GCC contracts cover some non-members, known as agency fee payers, which since 2006 have numbered comparatively less than a percent of the size of the union's membership, or about 100 non-members paying agency fees. The conference was created after the Graphic Communications International Union voted to join forces with Teamsters in late 2004; the merger enables the now-stronger Teamsters Union to represent more workers in printing and related industries. For example, the GCC and the Teamsters Newspaper Division represent different but complementary types of employees at many major newspapers, such as the Cleveland Plain Dealer, The Boston Globe, Boston Herald, The Columbus Dispatch and The Star-Ledger in New Jersey. George Tedeschi serves as President; the Graphic Communications Conference of the International Brotherhood of Teamsters, Local 767M is the successor union of several merged printers' locals spanning back into the late 1800s. The local unions have been affiliated with different international unions over time.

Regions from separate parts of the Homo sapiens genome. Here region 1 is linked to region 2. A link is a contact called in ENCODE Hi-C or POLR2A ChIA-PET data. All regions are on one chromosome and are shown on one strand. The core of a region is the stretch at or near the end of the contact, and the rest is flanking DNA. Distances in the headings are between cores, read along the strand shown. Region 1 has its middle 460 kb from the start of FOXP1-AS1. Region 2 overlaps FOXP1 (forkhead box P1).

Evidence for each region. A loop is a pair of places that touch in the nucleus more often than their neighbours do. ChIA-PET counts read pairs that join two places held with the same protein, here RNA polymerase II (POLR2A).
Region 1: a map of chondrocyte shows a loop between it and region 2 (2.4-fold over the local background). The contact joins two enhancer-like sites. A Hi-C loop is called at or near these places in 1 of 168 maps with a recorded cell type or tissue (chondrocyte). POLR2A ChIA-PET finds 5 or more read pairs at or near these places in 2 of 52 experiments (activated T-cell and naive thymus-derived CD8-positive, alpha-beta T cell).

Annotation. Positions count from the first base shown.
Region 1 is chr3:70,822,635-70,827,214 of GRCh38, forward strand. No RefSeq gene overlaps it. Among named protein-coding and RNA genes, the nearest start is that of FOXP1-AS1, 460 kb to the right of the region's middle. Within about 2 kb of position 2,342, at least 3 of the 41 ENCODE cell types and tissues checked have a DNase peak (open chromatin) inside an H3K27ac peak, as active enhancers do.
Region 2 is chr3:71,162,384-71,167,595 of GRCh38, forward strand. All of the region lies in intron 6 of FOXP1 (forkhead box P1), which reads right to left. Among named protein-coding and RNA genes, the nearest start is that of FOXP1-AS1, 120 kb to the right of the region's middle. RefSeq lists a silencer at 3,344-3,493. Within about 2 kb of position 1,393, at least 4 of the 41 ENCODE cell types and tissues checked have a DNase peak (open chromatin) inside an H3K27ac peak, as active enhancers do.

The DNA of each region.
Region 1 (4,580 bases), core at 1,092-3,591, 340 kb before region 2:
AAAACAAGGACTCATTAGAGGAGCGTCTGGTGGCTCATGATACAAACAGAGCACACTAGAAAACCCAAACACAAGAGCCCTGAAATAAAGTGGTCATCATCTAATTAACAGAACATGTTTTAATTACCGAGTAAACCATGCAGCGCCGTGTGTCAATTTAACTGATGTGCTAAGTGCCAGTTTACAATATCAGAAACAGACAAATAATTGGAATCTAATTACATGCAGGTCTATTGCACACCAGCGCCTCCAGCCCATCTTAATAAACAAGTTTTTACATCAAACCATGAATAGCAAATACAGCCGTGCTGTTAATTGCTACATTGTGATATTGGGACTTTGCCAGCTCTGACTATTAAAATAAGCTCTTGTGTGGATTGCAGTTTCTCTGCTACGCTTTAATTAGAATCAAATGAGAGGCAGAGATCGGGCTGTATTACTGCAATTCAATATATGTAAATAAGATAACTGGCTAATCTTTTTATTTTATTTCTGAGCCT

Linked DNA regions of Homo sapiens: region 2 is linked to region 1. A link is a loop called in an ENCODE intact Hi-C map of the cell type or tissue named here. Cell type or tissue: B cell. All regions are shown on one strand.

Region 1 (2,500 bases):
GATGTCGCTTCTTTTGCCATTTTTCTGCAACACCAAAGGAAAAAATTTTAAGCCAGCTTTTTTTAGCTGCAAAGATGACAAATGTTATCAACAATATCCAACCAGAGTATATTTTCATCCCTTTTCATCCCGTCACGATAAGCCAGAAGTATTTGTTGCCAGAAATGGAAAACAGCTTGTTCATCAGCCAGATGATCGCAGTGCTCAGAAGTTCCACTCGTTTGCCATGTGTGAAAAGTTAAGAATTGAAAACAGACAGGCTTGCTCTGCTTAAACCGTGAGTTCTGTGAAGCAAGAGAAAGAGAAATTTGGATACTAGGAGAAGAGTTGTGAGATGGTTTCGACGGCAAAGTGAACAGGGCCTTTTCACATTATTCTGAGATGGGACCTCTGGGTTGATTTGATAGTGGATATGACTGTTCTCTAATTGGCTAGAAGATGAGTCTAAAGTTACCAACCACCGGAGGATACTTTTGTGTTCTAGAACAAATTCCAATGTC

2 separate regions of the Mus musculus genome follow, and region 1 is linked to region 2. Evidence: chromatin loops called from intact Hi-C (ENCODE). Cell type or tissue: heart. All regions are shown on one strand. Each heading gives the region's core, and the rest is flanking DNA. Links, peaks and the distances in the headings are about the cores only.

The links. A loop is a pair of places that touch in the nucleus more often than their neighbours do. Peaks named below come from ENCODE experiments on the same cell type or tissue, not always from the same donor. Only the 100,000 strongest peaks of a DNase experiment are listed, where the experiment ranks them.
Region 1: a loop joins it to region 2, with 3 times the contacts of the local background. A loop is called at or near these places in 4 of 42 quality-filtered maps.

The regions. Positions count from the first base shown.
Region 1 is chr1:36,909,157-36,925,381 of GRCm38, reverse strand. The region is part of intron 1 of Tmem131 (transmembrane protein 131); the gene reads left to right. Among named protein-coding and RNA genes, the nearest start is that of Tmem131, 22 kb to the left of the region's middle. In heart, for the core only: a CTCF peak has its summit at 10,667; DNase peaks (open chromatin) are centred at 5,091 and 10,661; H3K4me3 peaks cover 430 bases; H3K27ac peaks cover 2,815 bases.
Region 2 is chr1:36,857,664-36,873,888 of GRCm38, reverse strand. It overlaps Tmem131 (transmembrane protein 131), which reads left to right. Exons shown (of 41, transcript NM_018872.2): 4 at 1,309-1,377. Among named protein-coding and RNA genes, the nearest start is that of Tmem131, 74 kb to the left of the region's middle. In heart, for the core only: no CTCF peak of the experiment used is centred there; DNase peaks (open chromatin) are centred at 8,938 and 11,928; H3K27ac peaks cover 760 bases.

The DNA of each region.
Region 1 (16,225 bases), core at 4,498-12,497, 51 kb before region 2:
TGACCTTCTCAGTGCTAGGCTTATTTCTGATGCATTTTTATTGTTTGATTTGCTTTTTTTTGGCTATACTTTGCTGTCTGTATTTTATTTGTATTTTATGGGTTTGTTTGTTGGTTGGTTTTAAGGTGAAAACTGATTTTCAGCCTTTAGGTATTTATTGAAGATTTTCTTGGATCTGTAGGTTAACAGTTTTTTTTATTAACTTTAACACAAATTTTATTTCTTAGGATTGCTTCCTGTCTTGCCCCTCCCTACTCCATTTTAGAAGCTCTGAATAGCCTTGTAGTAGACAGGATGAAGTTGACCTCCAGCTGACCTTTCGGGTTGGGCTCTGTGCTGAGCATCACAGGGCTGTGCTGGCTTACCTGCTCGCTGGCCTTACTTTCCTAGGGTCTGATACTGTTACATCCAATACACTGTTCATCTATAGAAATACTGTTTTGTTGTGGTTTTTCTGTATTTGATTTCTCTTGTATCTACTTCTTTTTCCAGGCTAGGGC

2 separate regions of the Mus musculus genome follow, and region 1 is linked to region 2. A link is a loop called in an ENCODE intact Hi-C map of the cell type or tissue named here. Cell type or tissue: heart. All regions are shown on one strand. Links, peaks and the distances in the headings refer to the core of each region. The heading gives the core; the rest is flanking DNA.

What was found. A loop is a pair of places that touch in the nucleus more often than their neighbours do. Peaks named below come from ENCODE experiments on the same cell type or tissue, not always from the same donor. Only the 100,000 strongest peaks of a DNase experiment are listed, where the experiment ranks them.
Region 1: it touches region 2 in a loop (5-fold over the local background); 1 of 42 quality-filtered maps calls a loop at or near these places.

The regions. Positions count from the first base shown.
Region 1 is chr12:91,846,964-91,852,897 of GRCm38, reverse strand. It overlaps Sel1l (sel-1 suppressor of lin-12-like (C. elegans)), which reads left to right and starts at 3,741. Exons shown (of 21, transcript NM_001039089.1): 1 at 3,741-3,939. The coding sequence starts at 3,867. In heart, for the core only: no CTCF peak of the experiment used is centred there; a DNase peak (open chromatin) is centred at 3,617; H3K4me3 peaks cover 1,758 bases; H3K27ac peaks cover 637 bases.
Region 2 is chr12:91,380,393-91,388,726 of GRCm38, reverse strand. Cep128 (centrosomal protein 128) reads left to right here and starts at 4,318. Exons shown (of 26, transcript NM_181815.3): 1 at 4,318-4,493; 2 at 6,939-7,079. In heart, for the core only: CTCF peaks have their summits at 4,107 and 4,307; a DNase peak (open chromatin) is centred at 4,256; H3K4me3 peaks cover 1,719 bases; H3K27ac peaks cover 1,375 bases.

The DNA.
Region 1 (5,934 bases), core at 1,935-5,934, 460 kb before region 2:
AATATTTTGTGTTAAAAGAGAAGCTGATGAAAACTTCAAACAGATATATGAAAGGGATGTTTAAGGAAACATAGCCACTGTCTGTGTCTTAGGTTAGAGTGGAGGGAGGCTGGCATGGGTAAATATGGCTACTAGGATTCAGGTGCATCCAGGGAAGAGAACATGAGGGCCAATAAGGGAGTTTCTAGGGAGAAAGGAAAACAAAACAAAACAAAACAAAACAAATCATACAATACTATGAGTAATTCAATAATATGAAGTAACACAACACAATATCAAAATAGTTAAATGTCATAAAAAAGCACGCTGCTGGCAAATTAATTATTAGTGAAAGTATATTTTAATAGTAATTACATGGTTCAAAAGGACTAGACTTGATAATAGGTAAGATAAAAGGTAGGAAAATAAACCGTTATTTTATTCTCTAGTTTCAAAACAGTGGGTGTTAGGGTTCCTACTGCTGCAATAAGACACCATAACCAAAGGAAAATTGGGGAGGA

Santa Barbara News-Press controversy Graphic Communications International Union, Local 767M records. 1908-2009. 15.38 cubic feet. At the Labor Archives of Washington State, University of Washington Libraries Special Collections
Events from the year 1983 in Sweden Monarch – Carl XVI Gustaf Prime Minister – Olof Palme 1 January – the Name Act of 1982, replacing the Name Act of 1963, comes into full and legal effect. The Tiveden National Park was established 16 September – Beyond Sorrow, Beyond Pain released 21 February – Emilie O'Konor, ice hockey player 28 February – Sara Nordenstam, Swedish-born Norwegian swimmer 9 May – Petter Stymne, swimmer 7 July – Nanna Jansson, ice hockey player 6 September – Johanna Wiberg, handball player. 9 September – Frej Larsson, musician 17 October – Åsa Persson, figure skater 15 December – Jonas Persson, swimmer. Anna Maria Nilsson, biathlete 22 February – Georg Rydeberg, film actor